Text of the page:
Hotter, drier, wetter and more extreme
You may be thinking "I've already heard all this before." Scientists have been banging this drum for decades and so has the IPCC. Monday's report is a critical update to a long-standing message.
"The broad message has not changed," says Lisa Alexander, a climate scientist at the University of New South Wales in Sydney and contributing author on the latest report. "But now we've got more data, more models, more details."
The IPCC was established by the United Nations Environment Programme and the World Meteorological Organization in 1988 to understand the drivers and impacts of climate change. It consists of thousands of leading experts who review and assess the scientific, social and economic aspects of the climate crisis by reviewing research and studies into climate change. Its last major assessment report was published in 2014, with the Working Group I report published a year prior.
Since then, there's been an extra eight years of data to sift through, allowing the IPCC to state, with increased confidence, how much human influence has caused global surface temperatures to rise. "In that eight years, we've seen very big changes in temperature, for example," Howden notes.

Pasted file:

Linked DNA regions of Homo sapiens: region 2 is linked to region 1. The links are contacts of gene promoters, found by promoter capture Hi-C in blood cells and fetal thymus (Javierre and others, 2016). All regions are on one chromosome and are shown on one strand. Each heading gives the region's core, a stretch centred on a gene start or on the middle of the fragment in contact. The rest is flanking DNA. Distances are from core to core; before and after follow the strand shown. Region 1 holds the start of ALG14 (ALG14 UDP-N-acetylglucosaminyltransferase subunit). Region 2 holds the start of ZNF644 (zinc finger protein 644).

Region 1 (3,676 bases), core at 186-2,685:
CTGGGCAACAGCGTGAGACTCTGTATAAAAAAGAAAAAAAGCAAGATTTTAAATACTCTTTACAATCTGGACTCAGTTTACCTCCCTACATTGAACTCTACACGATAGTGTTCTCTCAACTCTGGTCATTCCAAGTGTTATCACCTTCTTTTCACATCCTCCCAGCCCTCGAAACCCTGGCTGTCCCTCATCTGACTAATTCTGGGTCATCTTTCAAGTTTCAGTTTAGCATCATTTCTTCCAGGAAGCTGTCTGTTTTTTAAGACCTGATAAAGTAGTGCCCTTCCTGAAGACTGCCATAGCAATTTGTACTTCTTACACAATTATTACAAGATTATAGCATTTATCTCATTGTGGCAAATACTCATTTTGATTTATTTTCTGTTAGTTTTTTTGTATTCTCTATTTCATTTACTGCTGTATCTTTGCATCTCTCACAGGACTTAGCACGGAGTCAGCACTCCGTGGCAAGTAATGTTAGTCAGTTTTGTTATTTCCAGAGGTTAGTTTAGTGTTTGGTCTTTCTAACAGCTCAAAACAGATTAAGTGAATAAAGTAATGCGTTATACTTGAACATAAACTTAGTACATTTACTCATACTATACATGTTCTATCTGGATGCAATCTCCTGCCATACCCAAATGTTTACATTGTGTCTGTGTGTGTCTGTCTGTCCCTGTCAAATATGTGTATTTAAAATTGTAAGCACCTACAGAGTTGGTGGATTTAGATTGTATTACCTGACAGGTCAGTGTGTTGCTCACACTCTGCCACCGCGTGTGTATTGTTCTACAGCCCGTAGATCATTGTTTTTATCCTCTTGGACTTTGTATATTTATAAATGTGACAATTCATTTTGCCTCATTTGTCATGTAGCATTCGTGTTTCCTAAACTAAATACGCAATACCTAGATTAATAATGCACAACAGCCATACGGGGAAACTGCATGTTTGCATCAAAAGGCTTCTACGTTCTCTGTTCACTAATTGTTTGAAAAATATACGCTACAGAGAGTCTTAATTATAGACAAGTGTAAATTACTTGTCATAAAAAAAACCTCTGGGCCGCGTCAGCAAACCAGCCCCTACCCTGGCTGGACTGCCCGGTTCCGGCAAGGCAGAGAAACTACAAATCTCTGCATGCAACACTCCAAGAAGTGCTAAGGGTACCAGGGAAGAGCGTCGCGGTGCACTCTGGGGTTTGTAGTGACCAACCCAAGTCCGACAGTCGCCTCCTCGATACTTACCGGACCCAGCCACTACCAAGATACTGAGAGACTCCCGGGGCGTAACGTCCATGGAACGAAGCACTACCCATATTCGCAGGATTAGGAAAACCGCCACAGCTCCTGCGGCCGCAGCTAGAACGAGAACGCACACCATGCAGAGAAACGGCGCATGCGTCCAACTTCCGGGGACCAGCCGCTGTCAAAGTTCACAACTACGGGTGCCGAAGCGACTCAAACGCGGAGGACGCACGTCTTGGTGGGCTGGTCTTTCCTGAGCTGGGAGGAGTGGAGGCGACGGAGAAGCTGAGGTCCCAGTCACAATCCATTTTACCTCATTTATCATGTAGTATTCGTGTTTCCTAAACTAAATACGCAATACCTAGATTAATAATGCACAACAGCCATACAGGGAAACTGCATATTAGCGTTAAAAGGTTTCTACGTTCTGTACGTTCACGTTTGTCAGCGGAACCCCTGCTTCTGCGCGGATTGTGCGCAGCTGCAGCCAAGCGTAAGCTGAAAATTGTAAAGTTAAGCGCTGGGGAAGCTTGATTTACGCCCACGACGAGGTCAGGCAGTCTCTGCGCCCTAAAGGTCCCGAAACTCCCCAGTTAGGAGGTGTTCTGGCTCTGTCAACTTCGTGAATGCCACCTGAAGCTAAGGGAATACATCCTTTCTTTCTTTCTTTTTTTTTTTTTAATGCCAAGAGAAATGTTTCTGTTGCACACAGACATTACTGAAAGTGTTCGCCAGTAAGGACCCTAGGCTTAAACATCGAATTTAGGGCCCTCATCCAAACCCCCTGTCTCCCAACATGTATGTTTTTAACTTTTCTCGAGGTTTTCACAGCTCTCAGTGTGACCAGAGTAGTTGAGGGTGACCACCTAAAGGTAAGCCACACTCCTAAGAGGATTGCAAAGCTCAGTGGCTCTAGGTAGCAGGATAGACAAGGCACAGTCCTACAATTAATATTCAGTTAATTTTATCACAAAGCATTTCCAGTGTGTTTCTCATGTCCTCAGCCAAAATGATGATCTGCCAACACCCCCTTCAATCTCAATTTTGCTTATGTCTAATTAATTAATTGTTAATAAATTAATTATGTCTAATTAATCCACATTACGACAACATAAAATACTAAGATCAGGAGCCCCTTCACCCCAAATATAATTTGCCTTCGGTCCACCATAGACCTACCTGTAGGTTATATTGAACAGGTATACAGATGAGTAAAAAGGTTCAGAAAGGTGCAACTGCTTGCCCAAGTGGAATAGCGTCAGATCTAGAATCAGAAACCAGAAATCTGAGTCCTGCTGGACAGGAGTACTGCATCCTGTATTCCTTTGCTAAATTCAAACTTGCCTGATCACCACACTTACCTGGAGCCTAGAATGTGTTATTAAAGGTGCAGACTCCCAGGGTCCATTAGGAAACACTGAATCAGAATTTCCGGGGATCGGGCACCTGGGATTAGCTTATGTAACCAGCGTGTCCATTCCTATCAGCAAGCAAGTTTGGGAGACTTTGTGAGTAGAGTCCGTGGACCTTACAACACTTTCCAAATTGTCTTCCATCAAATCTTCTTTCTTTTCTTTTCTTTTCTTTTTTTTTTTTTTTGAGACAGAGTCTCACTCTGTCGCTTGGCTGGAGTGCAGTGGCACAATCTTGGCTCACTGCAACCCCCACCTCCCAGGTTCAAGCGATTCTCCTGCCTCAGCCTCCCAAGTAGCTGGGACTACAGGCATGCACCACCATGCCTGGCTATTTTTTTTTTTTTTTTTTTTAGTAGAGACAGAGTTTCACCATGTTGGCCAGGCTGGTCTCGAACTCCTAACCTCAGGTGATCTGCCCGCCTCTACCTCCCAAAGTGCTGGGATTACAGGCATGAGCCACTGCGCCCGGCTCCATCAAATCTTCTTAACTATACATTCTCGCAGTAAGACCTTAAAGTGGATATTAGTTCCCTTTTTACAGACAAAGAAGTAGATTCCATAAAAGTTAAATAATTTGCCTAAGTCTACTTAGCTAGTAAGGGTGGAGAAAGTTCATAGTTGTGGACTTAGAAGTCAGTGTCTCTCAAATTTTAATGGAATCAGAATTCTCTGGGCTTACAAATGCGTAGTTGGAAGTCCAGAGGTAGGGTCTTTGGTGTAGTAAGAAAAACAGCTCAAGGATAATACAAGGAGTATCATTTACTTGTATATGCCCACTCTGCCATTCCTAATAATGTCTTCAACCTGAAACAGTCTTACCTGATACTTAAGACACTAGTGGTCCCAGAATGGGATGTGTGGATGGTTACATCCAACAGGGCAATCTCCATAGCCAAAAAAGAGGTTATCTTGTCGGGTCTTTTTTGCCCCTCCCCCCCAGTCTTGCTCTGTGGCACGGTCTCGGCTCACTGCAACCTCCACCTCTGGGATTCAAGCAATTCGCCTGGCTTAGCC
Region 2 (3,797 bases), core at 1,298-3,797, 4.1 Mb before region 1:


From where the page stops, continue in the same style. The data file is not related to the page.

The crisis is already forcing a rethink in all aspects of human life. Just this week, the Tokyo Olympic Games reached the finish line without any major disruptions due to COVID-19 -- but a more pernicious threat shadowed the event: extreme heat.
Athletes suffered from sweltering heat and humidity, with archers collapsing and tennis players wheeled off court. Officials changed the location of the marathon from Tokyo to Sapporo, in Japan's north, back in 2019, in an effort to escape soaring temperatures in the host city -- only to find Sapporo's temperatures were so hot the race was forced to start an hour earlier.
The report focuses on some of the regional changes and extreme weather events that have already occurred, contextualizing some of the heatwaves, droughts and floods that have ravaged the globe in the last few years and using new data to strengthen their links to human activity and increasing temperatures